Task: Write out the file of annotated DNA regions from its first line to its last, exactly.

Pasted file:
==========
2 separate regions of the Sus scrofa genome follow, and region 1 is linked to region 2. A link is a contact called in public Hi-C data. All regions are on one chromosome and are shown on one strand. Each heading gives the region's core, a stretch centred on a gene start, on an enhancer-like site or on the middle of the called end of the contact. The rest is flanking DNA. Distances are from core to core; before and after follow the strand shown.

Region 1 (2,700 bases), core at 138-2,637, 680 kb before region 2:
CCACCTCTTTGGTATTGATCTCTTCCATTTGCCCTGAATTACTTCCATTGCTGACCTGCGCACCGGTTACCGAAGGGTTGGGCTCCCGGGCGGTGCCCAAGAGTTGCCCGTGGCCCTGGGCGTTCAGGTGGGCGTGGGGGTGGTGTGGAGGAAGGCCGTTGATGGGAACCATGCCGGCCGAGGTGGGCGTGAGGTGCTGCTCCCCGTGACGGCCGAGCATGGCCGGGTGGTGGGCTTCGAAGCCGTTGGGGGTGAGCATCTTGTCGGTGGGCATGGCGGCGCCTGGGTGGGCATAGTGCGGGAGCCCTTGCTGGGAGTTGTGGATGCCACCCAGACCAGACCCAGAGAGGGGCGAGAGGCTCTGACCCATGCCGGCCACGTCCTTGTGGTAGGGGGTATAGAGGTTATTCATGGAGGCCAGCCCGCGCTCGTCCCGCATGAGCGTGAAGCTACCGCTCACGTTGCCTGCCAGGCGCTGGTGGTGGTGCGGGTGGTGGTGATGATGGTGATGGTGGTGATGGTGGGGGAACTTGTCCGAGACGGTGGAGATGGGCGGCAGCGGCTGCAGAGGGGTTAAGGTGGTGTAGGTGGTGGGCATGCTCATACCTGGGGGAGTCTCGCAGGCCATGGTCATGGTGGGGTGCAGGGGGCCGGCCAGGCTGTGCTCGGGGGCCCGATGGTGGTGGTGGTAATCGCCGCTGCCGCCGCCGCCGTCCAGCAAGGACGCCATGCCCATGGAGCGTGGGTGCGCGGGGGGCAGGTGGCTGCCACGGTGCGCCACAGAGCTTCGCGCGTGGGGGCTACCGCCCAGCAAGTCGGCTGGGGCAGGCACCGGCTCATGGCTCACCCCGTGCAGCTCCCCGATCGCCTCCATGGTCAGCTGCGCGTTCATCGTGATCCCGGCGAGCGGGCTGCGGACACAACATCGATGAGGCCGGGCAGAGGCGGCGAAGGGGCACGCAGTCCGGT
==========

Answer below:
2 separate regions of the Sus scrofa genome follow, and region 1 is linked to region 2. A link is a contact called in public Hi-C data. All regions are on one chromosome and are shown on one strand. Each heading gives the region's core, a stretch centred on a gene start, on an enhancer-like site or on the middle of the called end of the contact. The rest is flanking DNA. Distances are from core to core; before and after follow the strand shown.

Region 1 (2,700 bases), core at 138-2,637, 680 kb before region 2:
CCACCTCTTTGGTATTGATCTCTTCCATTTGCCCTGAATTACTTCCATTGCTGACCTGCGCACCGGTTACCGAAGGGTTGGGCTCCCGGGCGGTGCCCAAGAGTTGCCCGTGGCCCTGGGCGTTCAGGTGGGCGTGGGGGTGGTGTGGAGGAAGGCCGTTGATGGGAACCATGCCGGCCGAGGTGGGCGTGAGGTGCTGCTCCCCGTGACGGCCGAGCATGGCCGGGTGGTGGGCTTCGAAGCCGTTGGGGGTGAGCATCTTGTCGGTGGGCATGGCGGCGCCTGGGTGGGCATAGTGCGGGAGCCCTTGCTGGGAGTTGTGGATGCCACCCAGACCAGACCCAGAGAGGGGCGAGAGGCTCTGACCCATGCCGGCCACGTCCTTGTGGTAGGGGGTATAGAGGTTATTCATGGAGGCCAGCCCGCGCTCGTCCCGCATGAGCGTGAAGCTACCGCTCACGTTGCCTGCCAGGCGCTGGTGGTGGTGCGGGTGGTGGTGATGATGGTGATGGTGGTGATGGTGGGGGAACTTGTCCGAGACGGTGGAGATGGGCGGCAGCGGCTGCAGAGGGGTTAAGGTGGTGTAGGTGGTGGGCATGCTCATACCTGGGGGAGTCTCGCAGGCCATGGTCATGGTGGGGTGCAGGGGGCCGGCCAGGCTGTGCTCGGGGGCCCGATGGTGGTGGTGGTAATCGCCGCTGCCGCCGCCGCCGTCCAGCAAGGACGCCATGCCCATGGAGCGTGGGTGCGCGGGGGGCAGGTGGCTGCCACGGTGCGCCACAGAGCTTCGCGCGTGGGGGCTACCGCCCAGCAAGTCGGCTGGGGCAGGCACCGGCTCATGGCTCACCCCGTGCAGCTCCCCGATCGCCTCCATGGTCAGCTGCGCGTTCATCGTGATCCCGGCGAGCGGGCTGCGGACACAACATCGATGAGGCCGGGCAGAGGCGGCGAAGGGGCACGCAGTCCGGT